Tasty, Indeed: Local Restaurant Offers Gourmet Vegetarian Cuisine & Seeks to Launch Organic Farm

Tasty Harmony's nacho plate

By Erika Iverson
Tasty Harmony is a Fort Collins gem owned by Sacha Steinhauser and his wife, Jill. They opened the restaurant two and a half years ago and have grown a loyal following of customers and fans that enjoy eating fresh, local, organic meals.
When asked about the inspiration behind the business, Steinhauser remains demure.
“Well, it’s the only food I know how to cook!” he says.
But the real inspiration behind opening an organic, vegetarian eatery with locally grown produce is creating a connection or relationship between people and plants. The importance of local and organic produce has become much more evident in the past decade, and Steinhauser’s restaurant is geared towards this awareness. The most obvious reason we’ve seen is the health of our environment. Also, creating a local economy: Keeping money local supports the community and the future of Fort Collins. Steinhauser believes that the world is changing, and that we need to make sure it’s shifting in the right direction by learning from the mistakes of the older generations.
Tasty Harmony would love to be the future of restaurants in America, and in some ways it’s not far off, especially in the sense of going back to simplicity. It’s food made from scratch by people who love what they’re making and why they’re making it.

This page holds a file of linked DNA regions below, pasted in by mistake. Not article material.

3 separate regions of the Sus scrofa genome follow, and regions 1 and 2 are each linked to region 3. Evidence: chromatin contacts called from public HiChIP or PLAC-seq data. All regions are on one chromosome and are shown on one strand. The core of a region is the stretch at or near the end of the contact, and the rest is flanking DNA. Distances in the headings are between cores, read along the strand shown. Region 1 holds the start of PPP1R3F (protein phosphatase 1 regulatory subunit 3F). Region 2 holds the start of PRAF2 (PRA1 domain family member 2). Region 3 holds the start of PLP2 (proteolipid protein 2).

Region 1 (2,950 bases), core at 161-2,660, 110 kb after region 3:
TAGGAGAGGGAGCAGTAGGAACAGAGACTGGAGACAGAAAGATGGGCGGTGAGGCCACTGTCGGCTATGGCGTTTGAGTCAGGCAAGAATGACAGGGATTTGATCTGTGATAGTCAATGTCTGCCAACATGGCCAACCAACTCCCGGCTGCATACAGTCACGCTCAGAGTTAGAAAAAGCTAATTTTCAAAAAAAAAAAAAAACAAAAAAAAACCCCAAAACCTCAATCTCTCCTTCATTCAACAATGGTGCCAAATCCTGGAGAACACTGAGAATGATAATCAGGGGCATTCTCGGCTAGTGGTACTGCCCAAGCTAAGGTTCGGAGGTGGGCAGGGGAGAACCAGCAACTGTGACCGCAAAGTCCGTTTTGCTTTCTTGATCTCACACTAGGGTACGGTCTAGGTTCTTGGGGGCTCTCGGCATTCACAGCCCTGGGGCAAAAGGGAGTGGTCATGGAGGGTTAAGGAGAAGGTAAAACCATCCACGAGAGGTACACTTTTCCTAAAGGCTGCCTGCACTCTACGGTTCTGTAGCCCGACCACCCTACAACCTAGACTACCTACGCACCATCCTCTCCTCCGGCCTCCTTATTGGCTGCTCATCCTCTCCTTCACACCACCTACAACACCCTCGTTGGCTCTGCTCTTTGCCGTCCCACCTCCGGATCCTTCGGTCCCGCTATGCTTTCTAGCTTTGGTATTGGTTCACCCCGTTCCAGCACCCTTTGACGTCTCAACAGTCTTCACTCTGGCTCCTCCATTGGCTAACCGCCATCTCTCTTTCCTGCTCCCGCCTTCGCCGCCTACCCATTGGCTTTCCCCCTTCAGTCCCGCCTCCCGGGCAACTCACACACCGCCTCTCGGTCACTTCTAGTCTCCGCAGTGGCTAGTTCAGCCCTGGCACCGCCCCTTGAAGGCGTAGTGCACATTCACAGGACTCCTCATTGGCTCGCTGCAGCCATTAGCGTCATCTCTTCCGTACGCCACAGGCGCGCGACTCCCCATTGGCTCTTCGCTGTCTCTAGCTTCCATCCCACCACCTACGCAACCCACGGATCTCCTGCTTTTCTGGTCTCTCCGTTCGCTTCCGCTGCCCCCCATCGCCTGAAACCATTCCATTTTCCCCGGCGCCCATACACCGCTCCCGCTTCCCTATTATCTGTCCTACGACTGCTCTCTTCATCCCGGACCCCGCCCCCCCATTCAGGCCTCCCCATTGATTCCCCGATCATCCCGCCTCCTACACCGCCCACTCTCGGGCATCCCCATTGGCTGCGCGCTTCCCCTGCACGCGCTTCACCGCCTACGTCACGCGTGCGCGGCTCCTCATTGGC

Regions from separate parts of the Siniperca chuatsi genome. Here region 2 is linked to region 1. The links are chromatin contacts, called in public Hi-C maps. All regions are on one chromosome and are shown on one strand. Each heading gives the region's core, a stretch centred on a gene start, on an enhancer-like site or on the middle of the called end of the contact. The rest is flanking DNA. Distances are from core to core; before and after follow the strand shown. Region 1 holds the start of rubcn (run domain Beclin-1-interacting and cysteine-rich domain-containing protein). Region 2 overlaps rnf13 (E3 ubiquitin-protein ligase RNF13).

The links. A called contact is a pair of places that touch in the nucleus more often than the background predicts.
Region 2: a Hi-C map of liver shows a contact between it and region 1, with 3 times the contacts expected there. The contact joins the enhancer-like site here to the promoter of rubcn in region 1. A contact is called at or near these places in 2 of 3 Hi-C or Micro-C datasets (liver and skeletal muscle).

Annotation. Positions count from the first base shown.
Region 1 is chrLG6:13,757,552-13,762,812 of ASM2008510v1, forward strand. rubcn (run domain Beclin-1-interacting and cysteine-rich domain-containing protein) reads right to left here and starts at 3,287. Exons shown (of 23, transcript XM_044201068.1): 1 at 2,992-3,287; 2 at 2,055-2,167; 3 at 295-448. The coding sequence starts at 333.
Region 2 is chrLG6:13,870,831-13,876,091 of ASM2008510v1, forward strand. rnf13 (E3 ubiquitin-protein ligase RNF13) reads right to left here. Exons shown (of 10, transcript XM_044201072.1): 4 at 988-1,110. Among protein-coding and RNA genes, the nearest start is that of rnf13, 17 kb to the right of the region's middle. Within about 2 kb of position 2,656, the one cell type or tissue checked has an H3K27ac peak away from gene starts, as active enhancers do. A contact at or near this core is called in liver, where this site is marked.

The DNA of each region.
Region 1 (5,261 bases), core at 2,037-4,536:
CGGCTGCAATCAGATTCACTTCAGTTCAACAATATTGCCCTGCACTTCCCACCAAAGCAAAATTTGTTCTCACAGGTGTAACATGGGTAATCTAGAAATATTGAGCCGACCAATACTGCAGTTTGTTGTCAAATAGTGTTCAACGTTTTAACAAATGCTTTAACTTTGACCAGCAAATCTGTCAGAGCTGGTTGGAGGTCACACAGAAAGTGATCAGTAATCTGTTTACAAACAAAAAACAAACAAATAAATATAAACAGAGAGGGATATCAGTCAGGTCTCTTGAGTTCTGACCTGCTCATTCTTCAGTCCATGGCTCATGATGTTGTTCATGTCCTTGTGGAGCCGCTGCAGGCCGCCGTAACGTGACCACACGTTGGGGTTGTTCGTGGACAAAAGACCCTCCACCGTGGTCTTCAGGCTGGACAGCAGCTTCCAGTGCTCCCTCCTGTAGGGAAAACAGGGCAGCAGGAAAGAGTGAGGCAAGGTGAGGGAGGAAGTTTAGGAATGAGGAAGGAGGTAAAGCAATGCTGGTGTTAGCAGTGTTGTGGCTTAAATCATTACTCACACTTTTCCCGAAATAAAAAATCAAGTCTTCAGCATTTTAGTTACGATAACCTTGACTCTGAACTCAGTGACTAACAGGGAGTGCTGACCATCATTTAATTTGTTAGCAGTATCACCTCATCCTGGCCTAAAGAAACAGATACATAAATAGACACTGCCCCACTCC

This isn’t saying that the world is going to convert to vegetarianism for the sake of its health, but it may be part of the equation. You don’t have to be vegetarian to eat here, just like you don’t have to be Mexican to eat at a Mexican restaurant. The most important part is the sustainability; that’s what will hopefully be the model for the future.
Speaking of the future, Steinhauser has many big plans for Tasty Harmony, including the creation of a several acre organic farm that would supply the restaurant. He wants to hire one person to be the main caretaker and have internships available with room and board. The interns would not only be learning about organic farming but also what goes into a business like Tasty Harmony – The connections and viability of local, organic farming in a business industry.
Many people want to learn what the best ways to be local are, and Tasty Harmony would strive to help with this type of education. The differences that the farm would make are many, most prominently the freshness of the food. There would also be a difference in the relationship that the restaurant would have with the plants; not only preparing them, but also watching them grow and then harvesting them. Not to mention that having their own farm would help Tasty Harmony reduce distribution costs.
Over the last two and a half years, Steinhauser has experienced the strain of operating an organic restaurant in Fort Collins. The distributors are different from everyone else’s, and they only have one. When something goes awry, they resort to going to Whole Foods, and buying in bulk there ends up being very pricy. The farm would hopefully be a solution to this problem. Not to mention that, with a full organic farm to support them (and the help of people who yearn to learn), Tasty Harmony would be able to move on to even bigger and better prospects, like possibly opening up sister restaurants in Denver and Boulder.
To learn more about Tasty Harmony or check out their delicious menu visit tastyharmony.com.